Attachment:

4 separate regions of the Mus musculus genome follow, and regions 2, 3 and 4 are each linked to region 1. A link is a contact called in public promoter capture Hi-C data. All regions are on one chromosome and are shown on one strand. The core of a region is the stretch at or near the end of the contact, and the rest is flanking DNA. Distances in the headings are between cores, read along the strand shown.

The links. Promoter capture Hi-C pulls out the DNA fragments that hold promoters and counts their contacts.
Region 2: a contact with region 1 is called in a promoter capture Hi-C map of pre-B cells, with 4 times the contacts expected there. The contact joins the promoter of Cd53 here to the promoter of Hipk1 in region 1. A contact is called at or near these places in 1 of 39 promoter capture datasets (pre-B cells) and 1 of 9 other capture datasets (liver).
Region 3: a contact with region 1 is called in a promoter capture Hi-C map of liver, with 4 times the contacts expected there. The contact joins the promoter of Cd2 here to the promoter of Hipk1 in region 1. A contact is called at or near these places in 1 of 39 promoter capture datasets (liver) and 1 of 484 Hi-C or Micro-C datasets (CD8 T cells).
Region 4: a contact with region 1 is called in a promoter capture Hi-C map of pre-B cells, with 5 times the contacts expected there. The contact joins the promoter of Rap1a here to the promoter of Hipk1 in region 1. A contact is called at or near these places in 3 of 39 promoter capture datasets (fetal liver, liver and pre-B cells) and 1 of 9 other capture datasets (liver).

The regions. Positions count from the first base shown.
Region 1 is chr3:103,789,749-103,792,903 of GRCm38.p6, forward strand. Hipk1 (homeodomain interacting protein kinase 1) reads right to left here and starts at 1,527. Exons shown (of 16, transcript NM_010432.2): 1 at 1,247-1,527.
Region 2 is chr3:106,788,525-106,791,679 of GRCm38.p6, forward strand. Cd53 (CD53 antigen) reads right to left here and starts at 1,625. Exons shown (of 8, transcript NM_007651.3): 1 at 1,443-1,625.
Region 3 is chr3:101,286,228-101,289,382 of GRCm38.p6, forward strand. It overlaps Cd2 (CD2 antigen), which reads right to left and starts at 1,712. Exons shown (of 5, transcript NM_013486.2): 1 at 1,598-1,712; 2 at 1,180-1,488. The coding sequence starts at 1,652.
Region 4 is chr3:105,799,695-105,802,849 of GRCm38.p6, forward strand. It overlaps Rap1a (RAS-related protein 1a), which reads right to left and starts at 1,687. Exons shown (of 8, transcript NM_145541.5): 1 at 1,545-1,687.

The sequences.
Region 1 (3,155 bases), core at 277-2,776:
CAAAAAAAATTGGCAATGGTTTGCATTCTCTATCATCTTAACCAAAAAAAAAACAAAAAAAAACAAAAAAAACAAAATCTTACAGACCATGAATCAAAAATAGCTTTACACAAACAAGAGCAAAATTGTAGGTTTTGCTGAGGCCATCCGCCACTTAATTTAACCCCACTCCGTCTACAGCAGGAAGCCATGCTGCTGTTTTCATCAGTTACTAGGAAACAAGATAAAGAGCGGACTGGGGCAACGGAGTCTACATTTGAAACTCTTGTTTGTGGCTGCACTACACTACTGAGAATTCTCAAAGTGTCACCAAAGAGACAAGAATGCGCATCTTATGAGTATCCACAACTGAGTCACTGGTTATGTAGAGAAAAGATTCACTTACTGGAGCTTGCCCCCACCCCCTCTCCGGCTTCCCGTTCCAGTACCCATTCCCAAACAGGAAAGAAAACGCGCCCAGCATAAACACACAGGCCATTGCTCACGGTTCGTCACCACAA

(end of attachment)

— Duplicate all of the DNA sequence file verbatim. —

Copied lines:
4 separate regions of the Mus musculus genome follow, and regions 2, 3 and 4 are each linked to region 1. A link is a contact called in public promoter capture Hi-C data. All regions are on one chromosome and are shown on one strand. The core of a region is the stretch at or near the end of the contact, and the rest is flanking DNA. Distances in the headings are between cores, read along the strand shown.

The links. Promoter capture Hi-C pulls out the DNA fragments that hold promoters and counts their contacts.
Region 2: a contact with region 1 is called in a promoter capture Hi-C map of pre-B cells, with 4 times the contacts expected there. The contact joins the promoter of Cd53 here to the promoter of Hipk1 in region 1. A contact is called at or near these places in 1 of 39 promoter capture datasets (pre-B cells) and 1 of 9 other capture datasets (liver).
Region 3: a contact with region 1 is called in a promoter capture Hi-C map of liver, with 4 times the contacts expected there. The contact joins the promoter of Cd2 here to the promoter of Hipk1 in region 1. A contact is called at or near these places in 1 of 39 promoter capture datasets (liver) and 1 of 484 Hi-C or Micro-C datasets (CD8 T cells).
Region 4: a contact with region 1 is called in a promoter capture Hi-C map of pre-B cells, with 5 times the contacts expected there. The contact joins the promoter of Rap1a here to the promoter of Hipk1 in region 1. A contact is called at or near these places in 3 of 39 promoter capture datasets (fetal liver, liver and pre-B cells) and 1 of 9 other capture datasets (liver).

The regions. Positions count from the first base shown.
Region 1 is chr3:103,789,749-103,792,903 of GRCm38.p6, forward strand. Hipk1 (homeodomain interacting protein kinase 1) reads right to left here and starts at 1,527. Exons shown (of 16, transcript NM_010432.2): 1 at 1,247-1,527.
Region 2 is chr3:106,788,525-106,791,679 of GRCm38.p6, forward strand. Cd53 (CD53 antigen) reads right to left here and starts at 1,625. Exons shown (of 8, transcript NM_007651.3): 1 at 1,443-1,625.
Region 3 is chr3:101,286,228-101,289,382 of GRCm38.p6, forward strand. It overlaps Cd2 (CD2 antigen), which reads right to left and starts at 1,712. Exons shown (of 5, transcript NM_013486.2): 1 at 1,598-1,712; 2 at 1,180-1,488. The coding sequence starts at 1,652.
Region 4 is chr3:105,799,695-105,802,849 of GRCm38.p6, forward strand. It overlaps Rap1a (RAS-related protein 1a), which reads right to left and starts at 1,687. Exons shown (of 8, transcript NM_145541.5): 1 at 1,545-1,687.

The sequences.
Region 1 (3,155 bases), core at 277-2,776:
CAAAAAAAATTGGCAATGGTTTGCATTCTCTATCATCTTAACCAAAAAAAAAACAAAAAAAAACAAAAAAAACAAAATCTTACAGACCATGAATCAAAAATAGCTTTACACAAACAAGAGCAAAATTGTAGGTTTTGCTGAGGCCATCCGCCACTTAATTTAACCCCACTCCGTCTACAGCAGGAAGCCATGCTGCTGTTTTCATCAGTTACTAGGAAACAAGATAAAGAGCGGACTGGGGCAACGGAGTCTACATTTGAAACTCTTGTTTGTGGCTGCACTACACTACTGAGAATTCTCAAAGTGTCACCAAAGAGACAAGAATGCGCATCTTATGAGTATCCACAACTGAGTCACTGGTTATGTAGAGAAAAGATTCACTTACTGGAGCTTGCCCCCACCCCCTCTCCGGCTTCCCGTTCCAGTACCCATTCCCAAACAGGAAAGAAAACGCGCCCAGCATAAACACACAGGCCATTGCTCACGGTTCGTCACCACAA